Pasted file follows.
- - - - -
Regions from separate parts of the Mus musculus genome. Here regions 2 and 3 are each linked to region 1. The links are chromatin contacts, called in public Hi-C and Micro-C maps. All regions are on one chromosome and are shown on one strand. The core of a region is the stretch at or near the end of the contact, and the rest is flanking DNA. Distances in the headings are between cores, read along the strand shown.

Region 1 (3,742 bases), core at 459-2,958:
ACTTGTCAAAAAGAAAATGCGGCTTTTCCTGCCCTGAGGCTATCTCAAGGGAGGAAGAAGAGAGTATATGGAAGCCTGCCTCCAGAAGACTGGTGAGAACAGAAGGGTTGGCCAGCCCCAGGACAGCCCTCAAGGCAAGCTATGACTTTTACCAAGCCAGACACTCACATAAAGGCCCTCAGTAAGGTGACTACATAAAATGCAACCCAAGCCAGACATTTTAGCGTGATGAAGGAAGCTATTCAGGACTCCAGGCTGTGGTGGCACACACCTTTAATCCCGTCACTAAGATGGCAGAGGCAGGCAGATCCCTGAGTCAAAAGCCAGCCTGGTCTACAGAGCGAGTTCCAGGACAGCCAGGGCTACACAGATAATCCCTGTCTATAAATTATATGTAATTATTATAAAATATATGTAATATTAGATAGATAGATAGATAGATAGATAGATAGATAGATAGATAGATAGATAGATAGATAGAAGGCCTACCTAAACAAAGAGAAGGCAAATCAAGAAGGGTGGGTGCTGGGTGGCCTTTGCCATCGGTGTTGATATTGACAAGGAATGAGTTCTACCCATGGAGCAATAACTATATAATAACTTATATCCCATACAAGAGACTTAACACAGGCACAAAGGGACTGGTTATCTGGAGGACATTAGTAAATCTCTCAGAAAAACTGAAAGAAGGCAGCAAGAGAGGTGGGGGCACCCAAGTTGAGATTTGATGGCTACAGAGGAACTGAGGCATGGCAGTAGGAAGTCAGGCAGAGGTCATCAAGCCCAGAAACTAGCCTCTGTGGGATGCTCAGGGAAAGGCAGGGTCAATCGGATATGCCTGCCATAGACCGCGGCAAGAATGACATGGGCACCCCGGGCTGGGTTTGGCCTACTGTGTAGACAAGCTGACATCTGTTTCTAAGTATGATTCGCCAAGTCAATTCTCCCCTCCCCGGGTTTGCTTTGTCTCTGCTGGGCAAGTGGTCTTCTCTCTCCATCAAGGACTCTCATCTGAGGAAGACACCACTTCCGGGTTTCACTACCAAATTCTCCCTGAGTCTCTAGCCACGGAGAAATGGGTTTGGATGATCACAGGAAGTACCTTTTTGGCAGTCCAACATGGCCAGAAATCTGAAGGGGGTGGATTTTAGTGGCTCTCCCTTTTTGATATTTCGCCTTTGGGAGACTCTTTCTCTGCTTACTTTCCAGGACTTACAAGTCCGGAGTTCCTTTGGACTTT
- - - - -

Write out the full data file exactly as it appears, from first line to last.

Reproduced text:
Regions from separate parts of the Mus musculus genome. Here regions 2 and 3 are each linked to region 1. The links are chromatin contacts, called in public Hi-C and Micro-C maps. All regions are on one chromosome and are shown on one strand. The core of a region is the stretch at or near the end of the contact, and the rest is flanking DNA. Distances in the headings are between cores, read along the strand shown.

Region 1 (3,742 bases), core at 459-2,958:
ACTTGTCAAAAAGAAAATGCGGCTTTTCCTGCCCTGAGGCTATCTCAAGGGAGGAAGAAGAGAGTATATGGAAGCCTGCCTCCAGAAGACTGGTGAGAACAGAAGGGTTGGCCAGCCCCAGGACAGCCCTCAAGGCAAGCTATGACTTTTACCAAGCCAGACACTCACATAAAGGCCCTCAGTAAGGTGACTACATAAAATGCAACCCAAGCCAGACATTTTAGCGTGATGAAGGAAGCTATTCAGGACTCCAGGCTGTGGTGGCACACACCTTTAATCCCGTCACTAAGATGGCAGAGGCAGGCAGATCCCTGAGTCAAAAGCCAGCCTGGTCTACAGAGCGAGTTCCAGGACAGCCAGGGCTACACAGATAATCCCTGTCTATAAATTATATGTAATTATTATAAAATATATGTAATATTAGATAGATAGATAGATAGATAGATAGATAGATAGATAGATAGATAGATAGATAGATAGAAGGCCTACCTAAACAAAGAGAAGGCAAATCAAGAAGGGTGGGTGCTGGGTGGCCTTTGCCATCGGTGTTGATATTGACAAGGAATGAGTTCTACCCATGGAGCAATAACTATATAATAACTTATATCCCATACAAGAGACTTAACACAGGCACAAAGGGACTGGTTATCTGGAGGACATTAGTAAATCTCTCAGAAAAACTGAAAGAAGGCAGCAAGAGAGGTGGGGGCACCCAAGTTGAGATTTGATGGCTACAGAGGAACTGAGGCATGGCAGTAGGAAGTCAGGCAGAGGTCATCAAGCCCAGAAACTAGCCTCTGTGGGATGCTCAGGGAAAGGCAGGGTCAATCGGATATGCCTGCCATAGACCGCGGCAAGAATGACATGGGCACCCCGGGCTGGGTTTGGCCTACTGTGTAGACAAGCTGACATCTGTTTCTAAGTATGATTCGCCAAGTCAATTCTCCCCTCCCCGGGTTTGCTTTGTCTCTGCTGGGCAAGTGGTCTTCTCTCTCCATCAAGGACTCTCATCTGAGGAAGACACCACTTCCGGGTTTCACTACCAAATTCTCCCTGAGTCTCTAGCCACGGAGAAATGGGTTTGGATGATCACAGGAAGTACCTTTTTGGCAGTCCAACATGGCCAGAAATCTGAAGGGGGTGGATTTTAGTGGCTCTCCCTTTTTGATATTTCGCCTTTGGGAGACTCTTTCTCTGCTTACTTTCCAGGACTTACAAGTCCGGAGTTCCTTTGGACTTT